Saturday, 18 September 2021
Made To Measure?
Brexit makes it possible to renationalise the railways, but no one is trying to do that anymore. Brexit ought to be a spur to pursue an independent and peaceable foreign policy. But after a very brief moment of hope, then no one is trying to do that anymore, either.
Instead, we have had blue passports, which we could always have had if we had wanted them, and which look nothing at all like the old ones, since those were black. The new, blue ones are being made in Poland by a company that is French and Dutch.
And now we have the Conservative Party's vague suggestion that it might repeal its own Act of Parliament outlawing some, but not all, use of the imperial system of weights and measures. Have you ever had any trouble buying a pint of beer? Good luck to any licensed premises that sought to revert to the old measures of spirits, since those were shorter.
Practically nothing will change here. Corporate retail giants have absolutely no intention of adopting the imperial system, but, as it should be, small traders will be free to use it if customers wanted it. At a significant markup, I expect. Almost no one under 60 will ask for imperial, since almost no one under 60 has ever been taught it, but by all means let those who wanted it have it. If they can afford it. That's the market. There is no suggestion that it would be taught in schools, since who could possibly teach it?
Although using much of the same vocabulary, the American system is different, because it is older than the imperial system. Far from being Arthurian, the latter dates only from 1824, making it not yet 200 years old. It suppressed numerous customary weights and measures across these Islands and the Empire, replacing them with ones that often bore the same names, as certain customary units on the Continent still have names such as livre, but which had most definitely been devised by a committee. Scottish pints and gallons were more than halved.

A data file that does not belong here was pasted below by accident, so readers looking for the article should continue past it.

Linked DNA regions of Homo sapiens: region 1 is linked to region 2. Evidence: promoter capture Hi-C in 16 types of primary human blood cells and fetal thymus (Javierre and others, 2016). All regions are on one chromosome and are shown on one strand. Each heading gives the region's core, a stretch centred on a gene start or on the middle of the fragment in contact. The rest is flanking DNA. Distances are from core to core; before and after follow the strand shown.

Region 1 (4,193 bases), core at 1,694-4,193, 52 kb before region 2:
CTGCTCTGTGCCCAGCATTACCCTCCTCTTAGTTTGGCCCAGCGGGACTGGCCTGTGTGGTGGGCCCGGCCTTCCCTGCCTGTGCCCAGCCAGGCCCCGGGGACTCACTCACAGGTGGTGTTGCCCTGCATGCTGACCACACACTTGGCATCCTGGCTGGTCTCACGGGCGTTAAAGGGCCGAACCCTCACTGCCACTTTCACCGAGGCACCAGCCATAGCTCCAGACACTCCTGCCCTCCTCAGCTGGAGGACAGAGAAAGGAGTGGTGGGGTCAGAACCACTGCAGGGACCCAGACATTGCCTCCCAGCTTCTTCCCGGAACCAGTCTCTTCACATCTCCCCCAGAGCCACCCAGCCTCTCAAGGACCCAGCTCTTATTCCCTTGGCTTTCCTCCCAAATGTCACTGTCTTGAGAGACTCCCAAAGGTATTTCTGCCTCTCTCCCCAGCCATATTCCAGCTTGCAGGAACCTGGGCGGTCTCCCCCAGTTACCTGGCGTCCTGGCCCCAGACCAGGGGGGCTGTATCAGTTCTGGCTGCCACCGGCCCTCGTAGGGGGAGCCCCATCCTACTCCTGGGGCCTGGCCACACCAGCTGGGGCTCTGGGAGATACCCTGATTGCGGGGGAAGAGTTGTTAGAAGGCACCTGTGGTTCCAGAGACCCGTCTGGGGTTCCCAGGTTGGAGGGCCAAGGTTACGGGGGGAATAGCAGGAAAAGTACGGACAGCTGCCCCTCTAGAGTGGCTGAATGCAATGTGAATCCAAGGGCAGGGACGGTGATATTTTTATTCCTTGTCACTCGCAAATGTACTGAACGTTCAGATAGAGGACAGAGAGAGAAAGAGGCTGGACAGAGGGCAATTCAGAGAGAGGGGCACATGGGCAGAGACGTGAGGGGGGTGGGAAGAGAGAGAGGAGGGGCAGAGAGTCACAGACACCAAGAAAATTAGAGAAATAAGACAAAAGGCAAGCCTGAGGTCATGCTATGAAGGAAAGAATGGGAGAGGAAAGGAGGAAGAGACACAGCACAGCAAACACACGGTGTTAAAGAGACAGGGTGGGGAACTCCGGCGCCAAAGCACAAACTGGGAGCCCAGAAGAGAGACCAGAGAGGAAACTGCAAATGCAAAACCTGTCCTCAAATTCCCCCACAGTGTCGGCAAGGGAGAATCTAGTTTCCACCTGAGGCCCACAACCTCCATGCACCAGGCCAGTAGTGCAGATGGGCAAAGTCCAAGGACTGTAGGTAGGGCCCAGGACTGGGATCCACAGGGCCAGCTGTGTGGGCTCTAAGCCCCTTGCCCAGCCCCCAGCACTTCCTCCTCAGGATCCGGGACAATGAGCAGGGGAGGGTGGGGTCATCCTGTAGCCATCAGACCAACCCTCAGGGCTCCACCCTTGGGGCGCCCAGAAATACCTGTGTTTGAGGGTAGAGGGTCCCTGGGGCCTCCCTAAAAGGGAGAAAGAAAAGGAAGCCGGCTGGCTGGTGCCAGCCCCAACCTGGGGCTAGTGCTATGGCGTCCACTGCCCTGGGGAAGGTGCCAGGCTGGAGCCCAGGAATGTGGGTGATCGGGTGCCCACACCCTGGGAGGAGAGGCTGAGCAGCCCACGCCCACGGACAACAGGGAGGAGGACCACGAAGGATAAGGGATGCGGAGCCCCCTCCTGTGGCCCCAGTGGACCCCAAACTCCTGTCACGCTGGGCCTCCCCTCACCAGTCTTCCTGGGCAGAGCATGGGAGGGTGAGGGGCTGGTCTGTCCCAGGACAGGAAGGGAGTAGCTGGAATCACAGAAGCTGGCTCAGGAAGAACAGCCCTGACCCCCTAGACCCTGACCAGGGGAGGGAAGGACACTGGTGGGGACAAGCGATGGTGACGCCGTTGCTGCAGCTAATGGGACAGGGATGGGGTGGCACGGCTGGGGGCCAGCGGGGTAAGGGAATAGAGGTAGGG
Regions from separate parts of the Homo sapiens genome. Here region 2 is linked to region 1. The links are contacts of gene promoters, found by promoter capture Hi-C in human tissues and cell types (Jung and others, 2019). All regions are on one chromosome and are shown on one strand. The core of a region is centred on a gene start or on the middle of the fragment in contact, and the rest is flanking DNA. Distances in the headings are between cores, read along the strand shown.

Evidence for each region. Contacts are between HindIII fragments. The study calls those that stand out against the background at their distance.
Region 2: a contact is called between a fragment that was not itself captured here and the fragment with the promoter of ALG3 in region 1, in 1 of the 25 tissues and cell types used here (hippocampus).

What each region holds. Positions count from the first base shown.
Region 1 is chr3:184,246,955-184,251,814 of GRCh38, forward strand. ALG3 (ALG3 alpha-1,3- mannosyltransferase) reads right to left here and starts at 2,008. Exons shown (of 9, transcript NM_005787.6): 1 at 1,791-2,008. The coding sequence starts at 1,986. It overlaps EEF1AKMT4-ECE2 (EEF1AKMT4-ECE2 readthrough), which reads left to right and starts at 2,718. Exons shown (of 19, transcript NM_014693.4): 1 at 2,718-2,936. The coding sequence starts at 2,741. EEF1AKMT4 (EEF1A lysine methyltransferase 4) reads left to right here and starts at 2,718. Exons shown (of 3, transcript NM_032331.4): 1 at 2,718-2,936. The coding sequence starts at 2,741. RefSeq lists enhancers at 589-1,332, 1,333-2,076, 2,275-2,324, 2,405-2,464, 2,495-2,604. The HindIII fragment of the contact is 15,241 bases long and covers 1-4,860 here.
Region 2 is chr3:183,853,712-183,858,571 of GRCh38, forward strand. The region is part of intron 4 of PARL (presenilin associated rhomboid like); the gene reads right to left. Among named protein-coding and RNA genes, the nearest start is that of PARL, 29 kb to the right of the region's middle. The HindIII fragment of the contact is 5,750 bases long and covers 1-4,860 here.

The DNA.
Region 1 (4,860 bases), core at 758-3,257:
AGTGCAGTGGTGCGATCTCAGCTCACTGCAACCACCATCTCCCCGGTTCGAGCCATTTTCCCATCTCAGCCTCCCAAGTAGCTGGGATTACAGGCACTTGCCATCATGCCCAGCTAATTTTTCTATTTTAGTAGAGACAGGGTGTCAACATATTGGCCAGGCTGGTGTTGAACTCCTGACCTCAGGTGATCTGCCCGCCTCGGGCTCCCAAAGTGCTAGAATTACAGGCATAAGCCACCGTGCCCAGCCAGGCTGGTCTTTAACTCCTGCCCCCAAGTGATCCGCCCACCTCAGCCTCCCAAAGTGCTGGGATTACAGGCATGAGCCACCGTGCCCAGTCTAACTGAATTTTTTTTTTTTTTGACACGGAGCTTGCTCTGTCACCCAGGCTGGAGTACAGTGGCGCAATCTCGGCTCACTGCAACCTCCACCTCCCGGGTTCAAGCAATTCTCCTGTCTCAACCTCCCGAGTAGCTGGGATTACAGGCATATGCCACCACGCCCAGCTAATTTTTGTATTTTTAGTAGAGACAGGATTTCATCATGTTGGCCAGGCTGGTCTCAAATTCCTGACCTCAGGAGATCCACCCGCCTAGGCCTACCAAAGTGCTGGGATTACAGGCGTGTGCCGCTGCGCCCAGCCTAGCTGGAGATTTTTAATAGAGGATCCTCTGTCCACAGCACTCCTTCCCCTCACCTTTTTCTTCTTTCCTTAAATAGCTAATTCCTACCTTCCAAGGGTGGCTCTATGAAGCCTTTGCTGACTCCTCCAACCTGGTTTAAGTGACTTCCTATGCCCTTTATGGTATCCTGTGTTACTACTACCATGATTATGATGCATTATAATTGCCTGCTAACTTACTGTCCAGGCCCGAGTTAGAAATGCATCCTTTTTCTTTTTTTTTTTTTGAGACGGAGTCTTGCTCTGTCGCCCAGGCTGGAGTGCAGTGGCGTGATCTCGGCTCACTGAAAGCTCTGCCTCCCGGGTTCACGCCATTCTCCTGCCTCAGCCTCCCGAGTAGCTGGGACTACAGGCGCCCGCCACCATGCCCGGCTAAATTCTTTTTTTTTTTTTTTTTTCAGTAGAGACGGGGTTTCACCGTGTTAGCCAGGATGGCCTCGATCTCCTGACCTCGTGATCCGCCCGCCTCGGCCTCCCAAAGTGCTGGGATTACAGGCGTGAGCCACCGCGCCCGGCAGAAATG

Corresponding to the lazy assumption that the imperial system is ancient is the lazy assumption that the metric system is foreign. In fact, it was devised by John Wilkins, who manged to be both a brother-in-law of Oliver Cromwell and later a bishop in the Church of England. The first attempt to mandate it in Britain was made in 1818, six years before the imperial system existed. Britain legalised its use in 1875. Numerous industries have used nothing else in living memory, if ever.
Britain joined the EU in 1973. New Zealand has had only metric road signs, which there has never been any serious suggestion that Britain might adopt, since 1972. Was that the work of the EU? Although New Zealanders still sometimes give their height in feet and inches, and by convention announce their children's birth weights in pounds, they have, again since 1972, measured even milk in the metric system, unlike the practice in Britain.
By 1973, all schools in Australia were teaching only the metric system. Was that the work of the EU, too? All road signs there converted to metric in July 1974, and all cars made after that year have had only metric speedometers. Australians now rarely even convert their babies' birth weights into pounds, and such units are employed for trading purposes only when exporting to the United States. Where there is residual use of imperial units in casual conversation in Australia, then it tends to attributed to the cultural transmission of American English.
And so on. Let anyone who wanted to do it buy or sell a pound of potatoes, although that is not an arduous thing to do within the present law. But if this and the complete novelty of blue passports are all that we are getting out of Brexit, then we need a Government in the tradition of those who had always opposed the EU, and not made up of the fanboys of a Prime Minister who had gone off it only when we now know that she had been in her early dotage.